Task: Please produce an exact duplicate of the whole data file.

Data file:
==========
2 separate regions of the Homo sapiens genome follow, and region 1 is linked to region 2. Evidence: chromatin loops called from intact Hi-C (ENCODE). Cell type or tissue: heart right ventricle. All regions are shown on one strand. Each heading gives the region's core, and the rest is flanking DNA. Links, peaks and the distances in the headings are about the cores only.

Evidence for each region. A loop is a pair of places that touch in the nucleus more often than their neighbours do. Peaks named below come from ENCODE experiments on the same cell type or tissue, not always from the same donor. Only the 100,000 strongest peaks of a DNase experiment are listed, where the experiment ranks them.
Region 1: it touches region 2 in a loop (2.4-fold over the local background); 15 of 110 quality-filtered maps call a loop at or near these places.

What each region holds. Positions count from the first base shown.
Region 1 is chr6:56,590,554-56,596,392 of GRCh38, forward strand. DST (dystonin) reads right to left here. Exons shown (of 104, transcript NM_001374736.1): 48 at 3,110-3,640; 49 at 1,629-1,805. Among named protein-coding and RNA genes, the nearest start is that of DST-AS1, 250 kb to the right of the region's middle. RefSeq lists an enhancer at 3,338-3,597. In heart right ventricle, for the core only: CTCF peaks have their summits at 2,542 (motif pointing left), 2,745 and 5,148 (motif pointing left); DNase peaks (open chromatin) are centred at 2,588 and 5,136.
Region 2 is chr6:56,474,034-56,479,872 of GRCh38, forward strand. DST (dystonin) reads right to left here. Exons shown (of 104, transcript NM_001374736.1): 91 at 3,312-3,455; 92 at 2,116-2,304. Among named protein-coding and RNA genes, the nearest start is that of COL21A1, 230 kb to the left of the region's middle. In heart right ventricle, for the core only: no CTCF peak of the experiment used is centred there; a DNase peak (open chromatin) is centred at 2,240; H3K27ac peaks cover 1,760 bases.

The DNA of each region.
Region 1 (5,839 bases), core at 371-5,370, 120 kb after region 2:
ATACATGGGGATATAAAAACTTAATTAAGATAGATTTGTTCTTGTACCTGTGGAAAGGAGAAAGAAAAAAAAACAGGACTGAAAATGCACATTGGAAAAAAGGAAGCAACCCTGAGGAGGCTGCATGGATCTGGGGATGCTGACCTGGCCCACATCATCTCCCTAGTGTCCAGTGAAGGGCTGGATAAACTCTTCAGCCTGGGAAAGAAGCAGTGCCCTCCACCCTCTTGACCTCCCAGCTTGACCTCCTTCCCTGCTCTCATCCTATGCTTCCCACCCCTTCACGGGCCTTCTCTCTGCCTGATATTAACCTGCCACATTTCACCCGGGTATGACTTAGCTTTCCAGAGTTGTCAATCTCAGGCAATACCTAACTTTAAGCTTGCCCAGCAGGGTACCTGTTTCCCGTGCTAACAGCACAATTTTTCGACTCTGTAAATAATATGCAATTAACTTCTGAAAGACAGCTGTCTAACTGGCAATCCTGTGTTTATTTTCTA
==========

2 separate regions of the Homo sapiens genome follow, and region 1 is linked to region 2. Evidence: chromatin loops called from intact Hi-C (ENCODE). Cell type or tissue: heart right ventricle. All regions are shown on one strand. Each heading gives the region's core, and the rest is flanking DNA. Links, peaks and the distances in the headings are about the cores only.

Evidence for each region. A loop is a pair of places that touch in the nucleus more often than their neighbours do. Peaks named below come from ENCODE experiments on the same cell type or tissue, not always from the same donor. Only the 100,000 strongest peaks of a DNase experiment are listed, where the experiment ranks them.
Region 1: it touches region 2 in a loop (2.4-fold over the local background); 15 of 110 quality-filtered maps call a loop at or near these places.

What each region holds. Positions count from the first base shown.
Region 1 is chr6:56,590,554-56,596,392 of GRCh38, forward strand. DST (dystonin) reads right to left here. Exons shown (of 104, transcript NM_001374736.1): 48 at 3,110-3,640; 49 at 1,629-1,805. Among named protein-coding and RNA genes, the nearest start is that of DST-AS1, 250 kb to the right of the region's middle. RefSeq lists an enhancer at 3,338-3,597. In heart right ventricle, for the core only: CTCF peaks have their summits at 2,542 (motif pointing left), 2,745 and 5,148 (motif pointing left); DNase peaks (open chromatin) are centred at 2,588 and 5,136.
Region 2 is chr6:56,474,034-56,479,872 of GRCh38, forward strand. DST (dystonin) reads right to left here. Exons shown (of 104, transcript NM_001374736.1): 91 at 3,312-3,455; 92 at 2,116-2,304. Among named protein-coding and RNA genes, the nearest start is that of COL21A1, 230 kb to the left of the region's middle. In heart right ventricle, for the core only: no CTCF peak of the experiment used is centred there; a DNase peak (open chromatin) is centred at 2,240; H3K27ac peaks cover 1,760 bases.

The DNA of each region.
Region 1 (5,839 bases), core at 371-5,370, 120 kb after region 2:
ATACATGGGGATATAAAAACTTAATTAAGATAGATTTGTTCTTGTACCTGTGGAAAGGAGAAAGAAAAAAAAACAGGACTGAAAATGCACATTGGAAAAAAGGAAGCAACCCTGAGGAGGCTGCATGGATCTGGGGATGCTGACCTGGCCCACATCATCTCCCTAGTGTCCAGTGAAGGGCTGGATAAACTCTTCAGCCTGGGAAAGAAGCAGTGCCCTCCACCCTCTTGACCTCCCAGCTTGACCTCCTTCCCTGCTCTCATCCTATGCTTCCCACCCCTTCACGGGCCTTCTCTCTGCCTGATATTAACCTGCCACATTTCACCCGGGTATGACTTAGCTTTCCAGAGTTGTCAATCTCAGGCAATACCTAACTTTAAGCTTGCCCAGCAGGGTACCTGTTTCCCGTGCTAACAGCACAATTTTTCGACTCTGTAAATAATATGCAATTAACTTCTGAAAGACAGCTGTCTAACTGGCAATCCTGTGTTTATTTTCTA